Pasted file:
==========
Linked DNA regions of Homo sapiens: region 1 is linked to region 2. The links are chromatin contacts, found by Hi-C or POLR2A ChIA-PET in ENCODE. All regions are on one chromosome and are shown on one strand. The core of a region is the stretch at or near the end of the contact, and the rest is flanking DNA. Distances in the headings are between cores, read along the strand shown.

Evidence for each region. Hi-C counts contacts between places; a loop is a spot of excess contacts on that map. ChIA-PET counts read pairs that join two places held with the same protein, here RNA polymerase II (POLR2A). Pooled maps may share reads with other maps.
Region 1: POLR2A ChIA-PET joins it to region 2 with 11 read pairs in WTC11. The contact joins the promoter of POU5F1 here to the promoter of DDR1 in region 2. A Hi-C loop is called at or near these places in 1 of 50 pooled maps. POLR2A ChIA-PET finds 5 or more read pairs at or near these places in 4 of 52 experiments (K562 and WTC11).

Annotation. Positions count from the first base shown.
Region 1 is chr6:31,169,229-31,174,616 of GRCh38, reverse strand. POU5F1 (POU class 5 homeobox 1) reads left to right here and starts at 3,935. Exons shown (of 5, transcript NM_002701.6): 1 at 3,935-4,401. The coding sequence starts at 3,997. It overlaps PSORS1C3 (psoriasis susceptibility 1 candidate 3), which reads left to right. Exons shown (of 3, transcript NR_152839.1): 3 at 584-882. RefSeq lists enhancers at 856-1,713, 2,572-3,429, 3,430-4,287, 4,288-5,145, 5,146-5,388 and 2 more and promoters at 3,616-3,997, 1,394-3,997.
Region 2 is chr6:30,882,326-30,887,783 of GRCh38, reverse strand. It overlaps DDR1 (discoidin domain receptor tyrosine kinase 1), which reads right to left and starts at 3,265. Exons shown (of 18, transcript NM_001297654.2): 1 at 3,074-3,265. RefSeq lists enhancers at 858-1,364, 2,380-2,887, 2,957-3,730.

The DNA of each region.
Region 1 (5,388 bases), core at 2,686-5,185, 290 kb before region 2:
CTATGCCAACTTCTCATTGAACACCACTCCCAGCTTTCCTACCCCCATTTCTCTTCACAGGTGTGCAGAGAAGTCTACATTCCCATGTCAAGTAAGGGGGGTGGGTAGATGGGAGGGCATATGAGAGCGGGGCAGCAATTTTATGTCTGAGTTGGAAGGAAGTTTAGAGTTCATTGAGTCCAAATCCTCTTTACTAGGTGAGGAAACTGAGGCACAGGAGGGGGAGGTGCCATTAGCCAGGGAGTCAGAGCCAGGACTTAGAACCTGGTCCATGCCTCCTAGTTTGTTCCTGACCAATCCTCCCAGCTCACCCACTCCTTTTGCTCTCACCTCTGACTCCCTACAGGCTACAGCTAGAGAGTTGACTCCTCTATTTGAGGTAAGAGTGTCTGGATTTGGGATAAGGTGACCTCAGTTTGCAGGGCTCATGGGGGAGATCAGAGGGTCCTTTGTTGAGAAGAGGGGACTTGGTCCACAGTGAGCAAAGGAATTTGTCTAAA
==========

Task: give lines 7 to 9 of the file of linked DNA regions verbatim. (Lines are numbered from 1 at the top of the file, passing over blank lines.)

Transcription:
The DNA of each region.
Region 1 (5,388 bases), core at 2,686-5,185, 290 kb before region 2:
CTATGCCAACTTCTCATTGAACACCACTCCCAGCTTTCCTACCCCCATTTCTCTTCACAGGTGTGCAGAGAAGTCTACATTCCCATGTCAAGTAAGGGGGGTGGGTAGATGGGAGGGCATATGAGAGCGGGGCAGCAATTTTATGTCTGAGTTGGAAGGAAGTTTAGAGTTCATTGAGTCCAAATCCTCTTTACTAGGTGAGGAAACTGAGGCACAGGAGGGGGAGGTGCCATTAGCCAGGGAGTCAGAGCCAGGACTTAGAACCTGGTCCATGCCTCCTAGTTTGTTCCTGACCAATCCTCCCAGCTCACCCACTCCTTTTGCTCTCACCTCTGACTCCCTACAGGCTACAGCTAGAGAGTTGACTCCTCTATTTGAGGTAAGAGTGTCTGGATTTGGGATAAGGTGACCTCAGTTTGCAGGGCTCATGGGGGAGATCAGAGGGTCCTTTGTTGAGAAGAGGGGACTTGGTCCACAGTGAGCAAAGGAATTTGTCTAAA